William Francis Street “Hillsboro”
Walter Ernest Manning “St Hilda”
Henry Elkin “Montrose”

By 1906 house numbers replace names:

Daniel Mescal 70
Henry Robert Honeywood 68
John Rawlins 66
William Francis Street 64
Walter Ernest Manning 62
Henry Elkin 60

It’s not clear whether number 70 changed from “Ferncroft” to “St Senans” or possibly Daniel Mescal moved houses.

In any event, it can be seen that Robert Maeers’ two daughters are living in numbers 64 and 66, with, according to local information, an interconnecting door. In the 1911 census William Street is shown as a banker’s clerk. John Rawlins is a chartering clerk in shipping. Robert Maeers and his wife are also living at this address, Robert being shown as a retired builder.

By 1939 all the houses are in different ownership except number 60, where the Elkins are still in residence.


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Comment
stephen garraway   
Added: 13 Nov 2022 13:56 GMT   

Martin Street, Latimer Road
I was born at St Charlottes and lived at 14, Martin Street, Latimer Road W10 until I was 4 years old when we moved to the east end. It was my Nan Grant’s House and she was the widow of George Frederick Grant. She had two sons, George and Frederick, and one daughter, my mother Margaret Patricia.
The downstairs flat where we lived had two floors, the basement and the ground floor. The upper two floors were rented to a Scot and his family, the Smiths. He had red hair. The lights and cooker were gas and there was one cold tap over a Belfast sink. A tin bath hung on the wall. The toilet was outside in the yard. This was concreted over and faced the the rear of the opposite terraces. All the yards were segregated by high brick walls. The basement had the a "best" room with a large , dark fireplace with two painted metal Alsation ornaments and it was very dark, cold and little used.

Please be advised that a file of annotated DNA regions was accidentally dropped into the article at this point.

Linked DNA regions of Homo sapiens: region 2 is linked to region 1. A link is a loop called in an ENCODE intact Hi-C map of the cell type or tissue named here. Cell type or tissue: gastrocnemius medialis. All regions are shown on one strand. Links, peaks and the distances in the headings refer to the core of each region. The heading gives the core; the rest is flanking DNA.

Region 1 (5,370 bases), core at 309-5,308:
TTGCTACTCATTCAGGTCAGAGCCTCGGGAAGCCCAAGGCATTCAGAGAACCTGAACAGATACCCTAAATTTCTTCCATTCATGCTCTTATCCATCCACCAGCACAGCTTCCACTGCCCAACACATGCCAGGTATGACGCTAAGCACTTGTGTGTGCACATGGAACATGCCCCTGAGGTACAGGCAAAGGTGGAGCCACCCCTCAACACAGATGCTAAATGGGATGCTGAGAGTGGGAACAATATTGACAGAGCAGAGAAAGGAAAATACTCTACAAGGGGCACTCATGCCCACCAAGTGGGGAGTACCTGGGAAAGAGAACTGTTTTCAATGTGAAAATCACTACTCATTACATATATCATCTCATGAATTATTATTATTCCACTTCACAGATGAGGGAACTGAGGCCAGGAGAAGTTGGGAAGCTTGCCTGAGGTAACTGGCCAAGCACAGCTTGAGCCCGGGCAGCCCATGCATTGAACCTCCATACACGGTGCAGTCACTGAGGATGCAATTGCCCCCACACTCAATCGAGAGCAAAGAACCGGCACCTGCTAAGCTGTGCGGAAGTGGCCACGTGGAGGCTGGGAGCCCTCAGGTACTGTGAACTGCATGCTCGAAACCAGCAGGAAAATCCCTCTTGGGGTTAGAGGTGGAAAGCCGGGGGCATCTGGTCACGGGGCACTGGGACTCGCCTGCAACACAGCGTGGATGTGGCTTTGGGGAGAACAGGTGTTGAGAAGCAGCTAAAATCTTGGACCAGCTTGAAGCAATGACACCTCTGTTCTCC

The street lights were gas and a man came round twice daily to turn them on and off using a large pole with a hook and a lighted torch on the end. I remember men coming round the streets with carts selling hot chestnuts and muffins and also the hurdy gurdy man with his instrument and a monkey in a red jacket. I also remember the first time I saw a black man and my mother pulling me away from him. He had a Trilby and pale Mackintosh so he must of been one of the first of the Windrush people. I seem to recall he had a thin moustache.
Uncle George had a small delivery lorry but mum lost touch with him and his family. Uncle Fred went to Peabody Buildings near ST.Pauls.
My Nan was moved to a maisonette in White City around 1966, and couldn’t cope with electric lights, cookers and heating and she lost all of her neighbourhood friends. Within six months she had extreme dementia and died in a horrible ward in Tooting Bec hospital a year or so later. An awful way to end her life, being moved out of her lifelong neighbourhood even though it was slums.

Reply
Comment
   
Added: 31 Oct 2022 18:47 GMT   

Memories
I lived at 7 Conder Street in a prefab from roughly 1965 to 1971 approx - happy memories- sad to see it is no more ?

Reply

Eve Glover   
Added: 22 Oct 2022 09:28 GMT   

Shenley Road
Shenley Road is the main street in Borehamwood where the Job Centre and Blue Arrow were located

Reply

NEARBY LOCATIONS OF NOTE
Elephant Field The grazing elephants of Hampstead Garden Suburb...
Etz Chaim Yeshiva Etz Chaim Yeshiva was an Ashkenazi Orthodox yeshiva in Golders Green.
La Délivrance La Délivrance is a five metre-high bronze statue of a naked woman holding a sword aloft.

NEARBY STREETS
Addison Way, NW11 Addison Way is the northernmost road in the Temple Fortune section of Hampstead Garden Suburb.
Alberon Gardens, NW11 Alberon Gardens, forms part of Temple Fortune
Ashbourne Avenue, NW11 Ashbourne Avenue is a location in Temple Fortune
Ashbourne Mansions, NW11 Ashbourne Mansions is in the Temple Fortune part of the NW11 area
Ashbourne Parade, NW11 Ashbourne Parade is a parade of shops along the Finchley Road.
Ashbourne Road, NW11 Ashbourne Road, forms part of Temple Fortune
Ashbourne Way, NW11 Ashbourne Way runs behind the shops of Finchley Road.
Asmuns Hill, NW11 Asmuns Hill was the location for the first buildings in Hampstead Garden Suburb.
Beaufort Drive, NW11 Beaufort Drive is a location in Hampstead Garden Suburb
Beaufort Park, NW11 Beaufort Park is in an area of Hampstead Garden Suburb
Beechwood Avenue, N3 Beechwood Avenue is one of the streets of London in the N3 postal area.
Belmont Court, NW11 Belmont Court is in an area of Temple Fortune
Bridge Lane, NW11 Bridge Lane is in the Temple Fortune part of the NW11 area